I asked my psychiatrist what he thought of Strattera, and he explained that it’s a failed antidepressant that happened to have a modest ability to mitigate ADHD symptoms in some people. His experience with it is that it’s generally not as effective and has a low rate of success compared to stimulants. He prescribes it if stimulants don’t work/can’t be tolerated/are refused, so yeah, it’s his last choice.

      That said, my psychiatrist’s first choice is Concerta (and methylphenidate in general). He likes starting patients with it because methylphenidate is tolerated a bit better than amphetamines and the extended release format of the Concerta makes for a smooth ride and easy comedown. I was super lucky because Concerta ended up working wonderfully for me (once we found the right dose – 36mg is amazing, but 54mg turned me into a raging bitch with insomnia), so I didn’t have to experiment with a ton of different meds (many people do).

      As for non-stimulants, I recently started taking Wellbutrin (bupropion, an NDRI) for seasonal affective disorder. While I was ramping up, my Concerta lapsed and I was running on just the Wellbutrin for a bit. I definitely experienced its weak stimulant effect and didn’t completely fall apart while lapsing (like I’d done in the past). The Wellbutrin has so far been excellent with pretty minimal side effects – I’m no longer tired all the time, motivation is back up, and my mood is much improved. I started feeling it in full at about four weeks, with improvement in energy levels occurring a bit earlier. If the Strattera isn’t cutting it/has bad side effects and you’re not able to try stimulants for whatever reason, you might consider asking your doc about Wellbutrin.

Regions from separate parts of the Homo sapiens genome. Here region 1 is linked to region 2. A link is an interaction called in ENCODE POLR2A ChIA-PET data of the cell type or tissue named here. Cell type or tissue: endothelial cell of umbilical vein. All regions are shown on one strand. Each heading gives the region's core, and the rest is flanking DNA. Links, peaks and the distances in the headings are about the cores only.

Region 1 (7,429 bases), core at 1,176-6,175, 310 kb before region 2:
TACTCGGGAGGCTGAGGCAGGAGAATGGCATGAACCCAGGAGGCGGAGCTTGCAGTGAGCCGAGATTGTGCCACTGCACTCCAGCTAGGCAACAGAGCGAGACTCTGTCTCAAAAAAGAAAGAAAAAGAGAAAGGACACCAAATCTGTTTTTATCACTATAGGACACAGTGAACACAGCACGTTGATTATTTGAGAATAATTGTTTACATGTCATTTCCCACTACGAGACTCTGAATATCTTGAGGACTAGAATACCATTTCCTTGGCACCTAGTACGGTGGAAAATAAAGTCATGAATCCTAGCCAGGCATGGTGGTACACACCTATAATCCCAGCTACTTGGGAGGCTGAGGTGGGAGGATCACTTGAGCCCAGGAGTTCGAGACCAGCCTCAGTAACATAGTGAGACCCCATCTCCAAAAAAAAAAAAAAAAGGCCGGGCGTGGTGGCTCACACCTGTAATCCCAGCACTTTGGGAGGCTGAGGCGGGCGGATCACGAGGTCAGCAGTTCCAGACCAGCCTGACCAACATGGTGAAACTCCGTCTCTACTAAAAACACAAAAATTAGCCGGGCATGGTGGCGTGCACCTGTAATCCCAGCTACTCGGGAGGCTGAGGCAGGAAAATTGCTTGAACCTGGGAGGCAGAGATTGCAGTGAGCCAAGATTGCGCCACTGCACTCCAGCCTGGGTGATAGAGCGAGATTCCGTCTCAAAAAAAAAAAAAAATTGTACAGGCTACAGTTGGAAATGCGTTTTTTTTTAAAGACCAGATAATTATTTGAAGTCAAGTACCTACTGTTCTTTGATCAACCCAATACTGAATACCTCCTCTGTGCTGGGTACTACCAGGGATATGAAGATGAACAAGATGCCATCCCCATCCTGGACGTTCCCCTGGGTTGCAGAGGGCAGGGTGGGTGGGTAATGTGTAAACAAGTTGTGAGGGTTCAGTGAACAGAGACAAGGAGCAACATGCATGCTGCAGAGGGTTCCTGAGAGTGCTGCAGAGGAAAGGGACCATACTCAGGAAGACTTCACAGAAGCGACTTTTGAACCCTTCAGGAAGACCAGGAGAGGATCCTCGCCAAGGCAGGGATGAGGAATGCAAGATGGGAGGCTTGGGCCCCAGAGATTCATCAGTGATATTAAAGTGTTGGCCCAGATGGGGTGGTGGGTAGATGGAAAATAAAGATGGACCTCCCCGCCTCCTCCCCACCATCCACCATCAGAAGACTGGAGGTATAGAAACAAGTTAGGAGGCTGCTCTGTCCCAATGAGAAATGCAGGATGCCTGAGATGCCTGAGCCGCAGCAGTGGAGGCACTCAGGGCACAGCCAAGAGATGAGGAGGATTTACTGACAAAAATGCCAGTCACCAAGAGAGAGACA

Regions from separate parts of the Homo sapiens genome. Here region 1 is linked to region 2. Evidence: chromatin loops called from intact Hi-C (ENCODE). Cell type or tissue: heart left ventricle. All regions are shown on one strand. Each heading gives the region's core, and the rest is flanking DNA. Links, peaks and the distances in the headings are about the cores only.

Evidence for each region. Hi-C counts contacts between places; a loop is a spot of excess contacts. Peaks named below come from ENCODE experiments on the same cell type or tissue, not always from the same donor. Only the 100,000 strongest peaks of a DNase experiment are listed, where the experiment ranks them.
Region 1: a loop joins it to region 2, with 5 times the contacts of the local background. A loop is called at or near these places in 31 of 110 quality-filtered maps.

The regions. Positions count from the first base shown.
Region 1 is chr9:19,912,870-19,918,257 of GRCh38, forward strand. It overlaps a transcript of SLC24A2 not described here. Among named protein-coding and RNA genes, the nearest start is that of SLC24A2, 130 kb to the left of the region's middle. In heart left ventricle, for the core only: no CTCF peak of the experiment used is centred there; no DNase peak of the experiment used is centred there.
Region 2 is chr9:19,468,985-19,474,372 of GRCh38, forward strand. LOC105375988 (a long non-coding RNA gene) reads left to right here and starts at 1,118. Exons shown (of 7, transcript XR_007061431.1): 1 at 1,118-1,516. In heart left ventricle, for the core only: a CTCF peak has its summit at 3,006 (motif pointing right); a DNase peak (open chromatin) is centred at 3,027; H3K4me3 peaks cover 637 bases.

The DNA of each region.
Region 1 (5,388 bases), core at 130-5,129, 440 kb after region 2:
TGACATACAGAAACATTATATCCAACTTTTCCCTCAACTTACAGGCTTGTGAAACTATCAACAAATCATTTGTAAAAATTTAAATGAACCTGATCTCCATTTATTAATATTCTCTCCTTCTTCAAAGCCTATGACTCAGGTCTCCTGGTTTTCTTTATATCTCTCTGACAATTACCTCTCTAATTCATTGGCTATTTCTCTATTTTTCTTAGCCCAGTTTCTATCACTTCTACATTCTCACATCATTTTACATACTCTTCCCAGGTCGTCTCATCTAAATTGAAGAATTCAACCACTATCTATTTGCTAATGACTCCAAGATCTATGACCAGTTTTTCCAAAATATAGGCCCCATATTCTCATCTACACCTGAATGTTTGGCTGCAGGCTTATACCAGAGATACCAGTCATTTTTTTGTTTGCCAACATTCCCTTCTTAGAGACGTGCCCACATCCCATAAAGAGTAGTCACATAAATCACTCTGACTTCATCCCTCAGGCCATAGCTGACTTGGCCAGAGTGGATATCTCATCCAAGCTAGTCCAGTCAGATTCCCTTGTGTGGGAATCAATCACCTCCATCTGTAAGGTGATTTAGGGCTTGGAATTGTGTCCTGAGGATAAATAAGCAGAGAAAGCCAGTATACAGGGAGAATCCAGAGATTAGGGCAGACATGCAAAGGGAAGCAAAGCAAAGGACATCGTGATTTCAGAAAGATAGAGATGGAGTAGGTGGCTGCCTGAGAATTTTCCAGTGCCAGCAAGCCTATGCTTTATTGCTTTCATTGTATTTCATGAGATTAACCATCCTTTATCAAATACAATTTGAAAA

• #109840
      Scatterbrain
      Participant

      I’m not sure why. She said it’s what she usually prescribes first. Maybe because it’s a stimulant? Stimulants have a stigma with some doctors from what I’ve heard from other people. I know someone who’s new doctor refused his prescription for vyvanse for that reason. And this is funny, when I filled the first prescription the pharmacist didn’t have any atomoxetine, he said he hasn’t had any in a while and had to order it.
      I have a good tolerance for stims so I will see what she thinks I should try next. I have a family member that takes Wellbutrin with Foquest, which is also a methylphenidate. Who knew that fixing something as simple as the human brain would be so complicated! Of course I kid. Thanks for the input.

    • #109841
      Fluttermind
      Participant

      Yeah, I’m aware of the stimulant stigma, and the “silly grownup, Ritalin is for kids” attitude. When I started suspecting I had ADHD (was diagnosed as an adult), I heard tons of horror stories about doctors (including psychiatrists) not believing in adult ADHD and/or thinking that stimulants are the devil and such, new doctors not continuing prescriptions or even accepting an established ADHD diagnosis, and more. I wanted to avoid that and was able to find a good psychiatrist via word of mouth recommendation. This guy is worth his weight in gold – he understands the insidious nature of ADHD (I suspect he has it himself), isn’t cagey about stimulants, does appointments over the phone, and takes me seriously and has never treated me like a drug seeker.